The Power of Language in Eradicating Poverty
Above: Image from ATD Fourth World USA’s Hidden Dimensions of Poverty research report.
This article is based on a presentation by ATD Fourth World activist Maryann Broxton during the webinar “Ending poverty by 2030: Transformations needed to achieve SDG 1.” The webinar was a side event at the United Nations High-level Political Forum on Sustainable Development.
Language enforces false stereotypes
Moderator: To truly achieve Sustainable Development Goal 1, we need to eradicate poverty “in all its forms, everywhere.” This means poverty is a universal problem affecting both developed and developing countries. In addition, the goal recognizes poverty as a multidimensional phenomenon beyond income deprivations.
Your organization’s motto is “All together in dignity” and you engage people experiencing poverty directly in policy-making. Based on your experience as an activist and as a researcher on poverty in the United States, what in your view are the main barriers to poverty eradication in the Global North?
Maryann Broxton: Thank you very much for your question and for the opportunity to take part in this dialogue today. I would start with the language that we use when we talk about poverty. This may seem overly simplistic, but the language that we use enforces narratives. Language can be a form of othering people that strips them of their humanity. For example, when we say “the poor” or “the homeless,” you are viewed as no longer human. Once you’re no longer seen as a human being, it becomes that much easier to marginalize and subjugate people. It becomes okay if you live in poverty, in substandard conditions.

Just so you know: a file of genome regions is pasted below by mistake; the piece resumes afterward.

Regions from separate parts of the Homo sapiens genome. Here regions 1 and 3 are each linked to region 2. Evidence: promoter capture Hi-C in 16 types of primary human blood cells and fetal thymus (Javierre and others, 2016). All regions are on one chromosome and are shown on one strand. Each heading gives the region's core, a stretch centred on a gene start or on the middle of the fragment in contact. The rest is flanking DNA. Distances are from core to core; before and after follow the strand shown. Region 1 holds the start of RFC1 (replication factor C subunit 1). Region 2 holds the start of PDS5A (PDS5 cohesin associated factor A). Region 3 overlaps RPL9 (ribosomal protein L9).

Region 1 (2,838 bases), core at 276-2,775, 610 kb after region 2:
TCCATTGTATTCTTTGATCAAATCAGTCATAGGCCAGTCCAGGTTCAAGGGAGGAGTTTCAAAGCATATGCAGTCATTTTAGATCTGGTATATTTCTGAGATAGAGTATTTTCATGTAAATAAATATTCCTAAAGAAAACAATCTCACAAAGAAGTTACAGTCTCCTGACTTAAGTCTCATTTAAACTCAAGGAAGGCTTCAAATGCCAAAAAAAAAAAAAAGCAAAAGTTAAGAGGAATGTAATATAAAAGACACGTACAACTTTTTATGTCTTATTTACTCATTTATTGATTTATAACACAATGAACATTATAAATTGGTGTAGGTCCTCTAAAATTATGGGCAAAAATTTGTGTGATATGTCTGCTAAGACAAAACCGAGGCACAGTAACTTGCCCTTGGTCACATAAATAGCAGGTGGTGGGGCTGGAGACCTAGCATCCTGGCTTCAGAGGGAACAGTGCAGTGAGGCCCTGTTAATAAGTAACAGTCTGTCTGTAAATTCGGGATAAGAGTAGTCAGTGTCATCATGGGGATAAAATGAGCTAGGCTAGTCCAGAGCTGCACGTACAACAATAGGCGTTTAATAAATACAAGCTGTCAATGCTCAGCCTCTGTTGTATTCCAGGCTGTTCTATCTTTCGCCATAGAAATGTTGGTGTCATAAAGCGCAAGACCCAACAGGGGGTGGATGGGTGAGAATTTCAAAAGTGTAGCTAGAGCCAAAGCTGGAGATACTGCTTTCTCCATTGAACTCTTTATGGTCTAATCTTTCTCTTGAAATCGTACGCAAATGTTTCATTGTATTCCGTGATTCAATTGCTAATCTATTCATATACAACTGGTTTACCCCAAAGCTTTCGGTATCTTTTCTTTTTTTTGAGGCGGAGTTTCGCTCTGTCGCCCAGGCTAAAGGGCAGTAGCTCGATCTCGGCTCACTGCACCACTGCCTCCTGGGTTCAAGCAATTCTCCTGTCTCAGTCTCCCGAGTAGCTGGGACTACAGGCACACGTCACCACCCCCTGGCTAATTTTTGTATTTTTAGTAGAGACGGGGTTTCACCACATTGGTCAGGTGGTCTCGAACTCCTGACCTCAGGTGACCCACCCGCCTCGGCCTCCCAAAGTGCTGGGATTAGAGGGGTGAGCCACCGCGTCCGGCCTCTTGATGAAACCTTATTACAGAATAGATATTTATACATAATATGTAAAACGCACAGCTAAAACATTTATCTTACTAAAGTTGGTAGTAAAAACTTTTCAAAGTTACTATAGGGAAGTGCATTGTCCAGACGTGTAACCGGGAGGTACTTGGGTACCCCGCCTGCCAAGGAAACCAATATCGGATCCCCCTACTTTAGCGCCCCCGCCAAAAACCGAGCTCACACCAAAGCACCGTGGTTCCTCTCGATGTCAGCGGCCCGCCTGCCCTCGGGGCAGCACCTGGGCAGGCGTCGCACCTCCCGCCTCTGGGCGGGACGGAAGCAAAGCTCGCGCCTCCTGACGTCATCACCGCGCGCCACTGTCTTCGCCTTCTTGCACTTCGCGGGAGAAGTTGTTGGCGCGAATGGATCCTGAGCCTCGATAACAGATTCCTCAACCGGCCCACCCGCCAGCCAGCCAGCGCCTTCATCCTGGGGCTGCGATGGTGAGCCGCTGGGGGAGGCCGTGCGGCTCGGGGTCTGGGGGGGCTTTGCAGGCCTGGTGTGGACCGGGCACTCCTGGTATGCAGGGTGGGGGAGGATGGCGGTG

Another word we use is “generational poverty”
- A term like that places the blame solely on the people experiencing poverty. It ignores the other actors that also have a role in the phenomenon of poverty: the systems, the institutions, and the policies that people experiencing poverty are forced to navigate their way through every day.
The US is seen around the world as a rich, developed country. But that doesn’t mean that everyone here is rich, or that persistent poverty doesn’t exist. Saying “extreme poverty” ignores that fact. Instead, we should be saying “persistent poverty” because it recognizes “poverty in all its forms” as stated in SDG 1, and doesn’t place blame on people who are enduring some of the hardest experiences in their lives.
Following this, in the US, as in other places in the Global North, we use a monetary standard to measure poverty. This leaves out many other aspects of poverty. A monetary standard also contributes to the deserving and undeserving mindset, and a redefining of who qualifies as being “in poverty” when it comes time for allocating subsidies.
We need to go beyond monetary standards. And by that, I don’t mean adopting the “consumption” measurement because this too ignores poverty “in all its forms.” Instead, we need to embrace a multidimensional guide that not only takes into account aspects like resources and health, but also acknowledges the role institutions, subjugation, social identity, and well-being play in the experience of poverty.